Bowel cancer usually affects the large bowel (colon) or the back passage (rectum) and it happens when the cells that line the bowel change over a period of time and grow in an abnormal way. This leads to the development of a lump or an ulcer which can cause rectal bleeding or a change in the way in which the bowel functions. (see Signs and Symptoms)
Bowel cancer is the third most common cancer in Guernsey, after breast and prostate cancers, with approximately 40 to 45 new cases each year. But the good news is that, if detected early enough, over 90% of those diagnosed with early stage bowel cancer are successfully treated.
Don’t be embarrassed! Some people find it difficult to talk about their bowels and some just hope that any problems will go away. But don’t let embarrassment stop you going to see your GP. Remember that the symptoms are unlikely to be due to bowel cancer but it is important to discuss them with your doctor. See ‘Other Common Conditions’ with symptoms similar to bowel cancer.
Quite simply, a trip to your doctor’s surgery could save your life.
The commonest symptoms are change of bowel habit, for example:
Other warning signs include:
Other common conditions with symptoms similar to bowel cancer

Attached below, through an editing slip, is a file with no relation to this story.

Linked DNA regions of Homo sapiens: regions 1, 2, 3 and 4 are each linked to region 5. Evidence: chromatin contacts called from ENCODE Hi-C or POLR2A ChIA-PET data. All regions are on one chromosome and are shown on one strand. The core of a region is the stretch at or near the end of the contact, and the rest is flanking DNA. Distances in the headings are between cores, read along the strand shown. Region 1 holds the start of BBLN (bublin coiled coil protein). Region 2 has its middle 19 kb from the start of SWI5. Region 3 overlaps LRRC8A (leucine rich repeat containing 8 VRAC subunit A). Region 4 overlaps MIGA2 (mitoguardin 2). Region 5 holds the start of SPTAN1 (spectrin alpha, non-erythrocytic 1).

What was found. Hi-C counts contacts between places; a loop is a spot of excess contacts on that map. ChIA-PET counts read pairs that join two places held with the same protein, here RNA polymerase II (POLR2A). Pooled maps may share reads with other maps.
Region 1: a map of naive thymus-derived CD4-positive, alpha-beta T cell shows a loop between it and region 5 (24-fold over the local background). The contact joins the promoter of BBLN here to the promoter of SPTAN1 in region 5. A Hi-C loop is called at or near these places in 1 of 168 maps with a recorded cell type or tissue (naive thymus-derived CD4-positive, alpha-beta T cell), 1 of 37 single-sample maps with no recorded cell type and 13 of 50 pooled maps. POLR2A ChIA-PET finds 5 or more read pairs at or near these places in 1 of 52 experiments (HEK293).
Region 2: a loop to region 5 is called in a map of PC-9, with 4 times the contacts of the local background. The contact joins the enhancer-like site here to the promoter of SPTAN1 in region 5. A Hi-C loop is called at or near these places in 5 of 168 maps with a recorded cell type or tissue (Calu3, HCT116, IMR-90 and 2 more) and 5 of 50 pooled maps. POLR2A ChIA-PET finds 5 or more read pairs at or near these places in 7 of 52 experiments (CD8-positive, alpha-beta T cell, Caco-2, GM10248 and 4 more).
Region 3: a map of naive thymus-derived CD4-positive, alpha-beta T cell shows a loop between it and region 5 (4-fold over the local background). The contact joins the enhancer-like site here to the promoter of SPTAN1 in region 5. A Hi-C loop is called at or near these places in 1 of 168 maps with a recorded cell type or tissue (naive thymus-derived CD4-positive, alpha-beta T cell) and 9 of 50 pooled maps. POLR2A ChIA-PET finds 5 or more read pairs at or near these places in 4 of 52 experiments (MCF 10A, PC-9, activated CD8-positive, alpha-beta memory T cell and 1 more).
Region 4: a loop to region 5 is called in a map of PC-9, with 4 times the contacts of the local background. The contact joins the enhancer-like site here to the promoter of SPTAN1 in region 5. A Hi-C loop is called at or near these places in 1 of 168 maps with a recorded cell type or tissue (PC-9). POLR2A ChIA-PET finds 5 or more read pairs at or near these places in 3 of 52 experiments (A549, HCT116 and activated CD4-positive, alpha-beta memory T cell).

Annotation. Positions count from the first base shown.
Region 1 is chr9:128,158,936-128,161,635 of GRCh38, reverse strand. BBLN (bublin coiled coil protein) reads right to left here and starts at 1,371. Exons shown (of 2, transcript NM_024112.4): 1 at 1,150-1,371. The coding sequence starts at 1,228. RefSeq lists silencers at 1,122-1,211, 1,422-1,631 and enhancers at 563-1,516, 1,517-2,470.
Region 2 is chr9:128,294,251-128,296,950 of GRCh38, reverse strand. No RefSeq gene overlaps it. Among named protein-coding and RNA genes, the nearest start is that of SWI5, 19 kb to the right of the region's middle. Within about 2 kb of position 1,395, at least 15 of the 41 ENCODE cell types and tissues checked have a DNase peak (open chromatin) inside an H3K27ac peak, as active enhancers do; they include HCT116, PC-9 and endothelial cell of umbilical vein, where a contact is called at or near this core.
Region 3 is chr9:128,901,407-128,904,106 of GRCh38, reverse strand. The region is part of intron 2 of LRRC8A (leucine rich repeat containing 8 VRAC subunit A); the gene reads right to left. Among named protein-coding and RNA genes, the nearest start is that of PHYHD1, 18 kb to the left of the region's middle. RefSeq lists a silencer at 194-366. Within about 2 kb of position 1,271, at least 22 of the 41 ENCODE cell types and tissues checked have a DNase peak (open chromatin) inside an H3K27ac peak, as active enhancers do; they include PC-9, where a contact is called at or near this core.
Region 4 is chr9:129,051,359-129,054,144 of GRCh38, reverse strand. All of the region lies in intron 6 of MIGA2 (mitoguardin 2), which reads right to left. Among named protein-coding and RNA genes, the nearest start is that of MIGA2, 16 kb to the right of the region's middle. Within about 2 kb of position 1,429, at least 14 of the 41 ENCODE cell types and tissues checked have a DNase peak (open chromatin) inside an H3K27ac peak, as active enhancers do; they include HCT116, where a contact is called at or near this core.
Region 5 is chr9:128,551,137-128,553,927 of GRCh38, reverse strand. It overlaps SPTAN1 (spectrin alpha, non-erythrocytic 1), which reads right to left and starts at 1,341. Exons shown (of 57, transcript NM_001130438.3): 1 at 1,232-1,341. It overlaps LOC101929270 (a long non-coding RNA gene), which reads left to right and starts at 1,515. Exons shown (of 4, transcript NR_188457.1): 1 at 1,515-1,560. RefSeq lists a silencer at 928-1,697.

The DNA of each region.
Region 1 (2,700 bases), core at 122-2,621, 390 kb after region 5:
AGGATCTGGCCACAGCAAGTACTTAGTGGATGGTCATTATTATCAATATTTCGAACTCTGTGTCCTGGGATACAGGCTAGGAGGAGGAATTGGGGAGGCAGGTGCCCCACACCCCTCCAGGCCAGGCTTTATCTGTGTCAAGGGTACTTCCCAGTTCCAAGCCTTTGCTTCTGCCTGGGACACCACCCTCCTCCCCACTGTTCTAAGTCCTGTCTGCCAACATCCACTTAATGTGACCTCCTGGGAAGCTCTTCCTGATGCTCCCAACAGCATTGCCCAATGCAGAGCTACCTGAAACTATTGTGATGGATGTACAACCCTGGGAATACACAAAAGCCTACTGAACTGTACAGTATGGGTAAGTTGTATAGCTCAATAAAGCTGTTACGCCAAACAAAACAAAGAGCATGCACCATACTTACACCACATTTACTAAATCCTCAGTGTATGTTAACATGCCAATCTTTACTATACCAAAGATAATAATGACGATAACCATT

Piles or haemorrhoids – These are swollen areas in the wall of the rectum and around the anus. They may cause pain and itching as well as bleeding. Bright red bleeding in the bowl or on toilet paper is almost always piles. Your GP or pharmacist should be able to advise re self treatment/over the counter products/other options.
Irritable Bowel Syndrome – With IBS the bowel becomes over sensitised, and symptoms may include diarrhoea, pain and discomfort. The cause is generally not known, and sufferers may have to learn to cope with their symptoms. Advice may be given re diet etc.
Polyps – These are warty type growths that sometimes cause bleeding but are usually harmless. They are often hereditary, and can be removed painlessly without the need for an operation.
Fissures – These are small splits or tears in the lining of the gut sometimes caused by constipation. Treatment is usually with a special cream-your GP will advise.
Diverticulitis – This condition is more common as we get older, with some IBS type symptoms such as gripping stomach pain. Dietary changes may help.
Crohns disease – This is characterised by painful inflammation of the gut. The cause is unknown and it may be life long. The risk of bowel cancer may be higher as a result, so your GP will need to monitor you regularly
Ulcerative colitis – The bowel becomes red and inflamed, and there may be bleeding and mucus as well as pain. Again, monitoring by the GP is needed as the risk of bowel cancer is higher as a result.
For more info on these conditions go to http://www.nhs.uk/conditions/Cancer-of-the-colon-rectum-or-bowel/Pages/Introduction.aspx or www.beatingbowelcancer.org